Unobservables in Consumer Choice: Residential Energy and the Demand for Comfort
A model of consumption of residential energy in dwellings is developed, distinguishing between attributes of housing that provide direct benefits to consumers and attributes that serve as inputs in the production of final goods, for example, the thermal comfort of dwellings. Empirical estimates are made of the mode, based upon the Annual Housing Survey, and the results are used to calculate the effects of changes in energy prices on the consumption of housing, residential energy, and other goods. The analysis suggests that the adjustment process within the housing market permits a great deal of substitution in response to energy price changes. Copyright 1989 by MIT Press.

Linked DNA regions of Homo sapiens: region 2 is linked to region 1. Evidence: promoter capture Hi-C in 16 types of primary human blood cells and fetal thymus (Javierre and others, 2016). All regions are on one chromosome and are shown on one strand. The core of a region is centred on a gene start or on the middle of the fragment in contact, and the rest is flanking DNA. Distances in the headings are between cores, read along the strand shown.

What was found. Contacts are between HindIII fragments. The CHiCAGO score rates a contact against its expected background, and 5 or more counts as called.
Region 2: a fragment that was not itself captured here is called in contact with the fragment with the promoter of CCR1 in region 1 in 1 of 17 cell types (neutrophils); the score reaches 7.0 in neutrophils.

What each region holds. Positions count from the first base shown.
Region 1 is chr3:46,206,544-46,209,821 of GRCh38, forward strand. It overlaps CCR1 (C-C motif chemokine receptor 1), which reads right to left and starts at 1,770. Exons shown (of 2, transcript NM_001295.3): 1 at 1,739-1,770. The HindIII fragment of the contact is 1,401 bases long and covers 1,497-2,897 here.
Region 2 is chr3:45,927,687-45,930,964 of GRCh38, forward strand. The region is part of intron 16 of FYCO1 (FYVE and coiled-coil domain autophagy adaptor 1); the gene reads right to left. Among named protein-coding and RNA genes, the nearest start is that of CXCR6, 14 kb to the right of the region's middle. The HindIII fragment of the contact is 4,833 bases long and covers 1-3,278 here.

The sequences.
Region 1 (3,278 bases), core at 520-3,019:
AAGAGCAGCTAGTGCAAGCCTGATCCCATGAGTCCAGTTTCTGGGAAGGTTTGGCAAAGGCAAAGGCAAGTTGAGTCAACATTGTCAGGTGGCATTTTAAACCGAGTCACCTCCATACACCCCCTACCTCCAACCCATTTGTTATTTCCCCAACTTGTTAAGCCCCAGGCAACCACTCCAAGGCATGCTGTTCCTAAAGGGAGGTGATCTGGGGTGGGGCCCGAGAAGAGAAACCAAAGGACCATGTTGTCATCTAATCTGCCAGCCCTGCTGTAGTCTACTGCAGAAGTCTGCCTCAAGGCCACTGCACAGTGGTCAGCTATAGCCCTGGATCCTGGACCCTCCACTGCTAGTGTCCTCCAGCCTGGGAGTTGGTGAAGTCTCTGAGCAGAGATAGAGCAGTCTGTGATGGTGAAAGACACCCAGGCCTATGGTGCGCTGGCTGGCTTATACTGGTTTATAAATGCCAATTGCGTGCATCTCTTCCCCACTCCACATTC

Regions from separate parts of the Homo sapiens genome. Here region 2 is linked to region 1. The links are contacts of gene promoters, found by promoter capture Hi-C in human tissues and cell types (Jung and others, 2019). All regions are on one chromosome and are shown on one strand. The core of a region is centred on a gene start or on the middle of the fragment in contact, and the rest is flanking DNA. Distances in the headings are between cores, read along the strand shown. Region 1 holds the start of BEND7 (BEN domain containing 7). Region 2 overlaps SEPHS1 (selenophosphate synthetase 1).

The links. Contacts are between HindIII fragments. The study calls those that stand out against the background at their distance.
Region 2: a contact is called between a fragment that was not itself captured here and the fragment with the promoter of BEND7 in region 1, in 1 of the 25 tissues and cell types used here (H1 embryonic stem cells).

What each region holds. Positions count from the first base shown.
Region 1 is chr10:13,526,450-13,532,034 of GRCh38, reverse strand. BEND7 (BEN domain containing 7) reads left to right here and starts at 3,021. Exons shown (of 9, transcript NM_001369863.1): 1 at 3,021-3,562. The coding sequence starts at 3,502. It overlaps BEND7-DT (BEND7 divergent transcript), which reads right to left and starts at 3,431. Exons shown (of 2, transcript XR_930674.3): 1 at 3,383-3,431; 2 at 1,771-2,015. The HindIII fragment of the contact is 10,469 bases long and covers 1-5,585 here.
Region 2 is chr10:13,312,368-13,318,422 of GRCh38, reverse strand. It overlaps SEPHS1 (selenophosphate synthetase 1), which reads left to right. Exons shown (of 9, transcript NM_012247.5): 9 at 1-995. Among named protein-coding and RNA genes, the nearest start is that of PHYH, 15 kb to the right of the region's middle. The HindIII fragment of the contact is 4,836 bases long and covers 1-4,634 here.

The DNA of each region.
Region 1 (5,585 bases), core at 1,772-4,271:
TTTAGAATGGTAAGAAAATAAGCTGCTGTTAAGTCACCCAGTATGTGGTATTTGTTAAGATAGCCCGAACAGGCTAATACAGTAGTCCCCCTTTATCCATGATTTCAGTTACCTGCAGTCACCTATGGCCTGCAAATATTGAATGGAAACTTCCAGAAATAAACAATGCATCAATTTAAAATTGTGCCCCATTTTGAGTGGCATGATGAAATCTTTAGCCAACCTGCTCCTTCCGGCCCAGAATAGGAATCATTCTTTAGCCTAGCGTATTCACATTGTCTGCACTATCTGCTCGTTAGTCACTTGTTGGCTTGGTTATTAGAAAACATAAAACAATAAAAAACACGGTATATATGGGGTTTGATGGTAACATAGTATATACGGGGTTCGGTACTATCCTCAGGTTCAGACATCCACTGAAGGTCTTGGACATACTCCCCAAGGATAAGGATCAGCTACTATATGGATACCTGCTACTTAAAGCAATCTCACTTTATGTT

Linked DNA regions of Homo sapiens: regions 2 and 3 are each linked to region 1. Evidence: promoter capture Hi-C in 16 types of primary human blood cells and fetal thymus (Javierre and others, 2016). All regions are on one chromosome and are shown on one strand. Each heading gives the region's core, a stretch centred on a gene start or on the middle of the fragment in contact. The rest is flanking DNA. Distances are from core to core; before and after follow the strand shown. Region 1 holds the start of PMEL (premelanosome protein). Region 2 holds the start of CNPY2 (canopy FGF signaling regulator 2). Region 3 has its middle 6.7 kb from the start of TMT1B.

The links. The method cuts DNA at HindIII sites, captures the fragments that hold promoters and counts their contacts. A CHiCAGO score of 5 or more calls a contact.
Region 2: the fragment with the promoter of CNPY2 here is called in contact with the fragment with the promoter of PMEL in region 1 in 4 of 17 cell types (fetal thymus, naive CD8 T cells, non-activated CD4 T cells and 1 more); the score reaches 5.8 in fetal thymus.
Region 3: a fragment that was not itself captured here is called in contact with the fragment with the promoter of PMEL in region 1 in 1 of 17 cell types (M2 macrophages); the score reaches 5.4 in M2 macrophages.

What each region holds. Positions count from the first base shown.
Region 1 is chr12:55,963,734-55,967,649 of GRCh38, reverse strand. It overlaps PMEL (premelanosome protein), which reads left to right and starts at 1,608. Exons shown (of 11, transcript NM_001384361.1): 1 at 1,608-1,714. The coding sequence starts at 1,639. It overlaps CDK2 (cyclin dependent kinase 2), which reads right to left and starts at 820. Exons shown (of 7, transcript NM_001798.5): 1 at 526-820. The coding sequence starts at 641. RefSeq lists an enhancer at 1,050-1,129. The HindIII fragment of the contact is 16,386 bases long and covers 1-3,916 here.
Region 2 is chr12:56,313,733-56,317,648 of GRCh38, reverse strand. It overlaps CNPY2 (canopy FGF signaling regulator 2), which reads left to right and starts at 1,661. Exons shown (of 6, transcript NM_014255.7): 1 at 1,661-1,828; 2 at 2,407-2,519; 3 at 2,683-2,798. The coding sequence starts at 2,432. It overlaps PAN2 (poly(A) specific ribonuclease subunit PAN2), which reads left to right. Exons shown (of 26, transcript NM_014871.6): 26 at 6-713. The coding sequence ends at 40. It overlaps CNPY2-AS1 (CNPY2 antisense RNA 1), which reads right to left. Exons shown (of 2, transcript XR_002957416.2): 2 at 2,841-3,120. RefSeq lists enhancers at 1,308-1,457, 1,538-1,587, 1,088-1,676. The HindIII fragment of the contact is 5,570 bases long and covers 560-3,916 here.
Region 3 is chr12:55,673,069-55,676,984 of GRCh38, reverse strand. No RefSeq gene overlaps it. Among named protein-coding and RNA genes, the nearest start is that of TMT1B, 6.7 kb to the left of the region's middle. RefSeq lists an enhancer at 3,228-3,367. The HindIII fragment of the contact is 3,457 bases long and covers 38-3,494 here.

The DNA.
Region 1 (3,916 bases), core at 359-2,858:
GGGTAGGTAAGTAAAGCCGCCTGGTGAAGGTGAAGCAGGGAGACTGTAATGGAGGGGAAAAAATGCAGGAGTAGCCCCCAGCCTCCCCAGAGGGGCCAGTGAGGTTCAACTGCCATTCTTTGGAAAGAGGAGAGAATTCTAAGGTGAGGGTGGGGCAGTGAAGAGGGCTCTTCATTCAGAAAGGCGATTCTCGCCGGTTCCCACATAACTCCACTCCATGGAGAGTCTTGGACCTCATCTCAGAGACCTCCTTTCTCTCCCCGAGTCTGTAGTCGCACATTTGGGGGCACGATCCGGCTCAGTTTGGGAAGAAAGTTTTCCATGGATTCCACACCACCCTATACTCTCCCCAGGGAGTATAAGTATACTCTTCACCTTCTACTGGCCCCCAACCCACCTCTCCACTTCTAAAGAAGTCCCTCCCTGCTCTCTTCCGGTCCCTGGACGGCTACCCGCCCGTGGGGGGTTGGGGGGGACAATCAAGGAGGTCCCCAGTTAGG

Volume (Year): 71 (1989)
Issue (Month): 3 (August)
|Contact details of provider:|| Web page: http://mitpress.mit.edu/journals/|
|Order Information:||Web: http://mitpress.mit.edu/journal-home.tcl?issn=00346535|
When requesting a correction, please mention this item's handle: RePEc:tpr:restat:v:71:y:1989:i:3:p:416-25. See general information about how to correct material in RePEc.
For technical questions regarding this item, or to correct its authors, title, abstract, bibliographic or download information, contact: (Kristin Waites)
If references are entirely missing, you can add them using this form.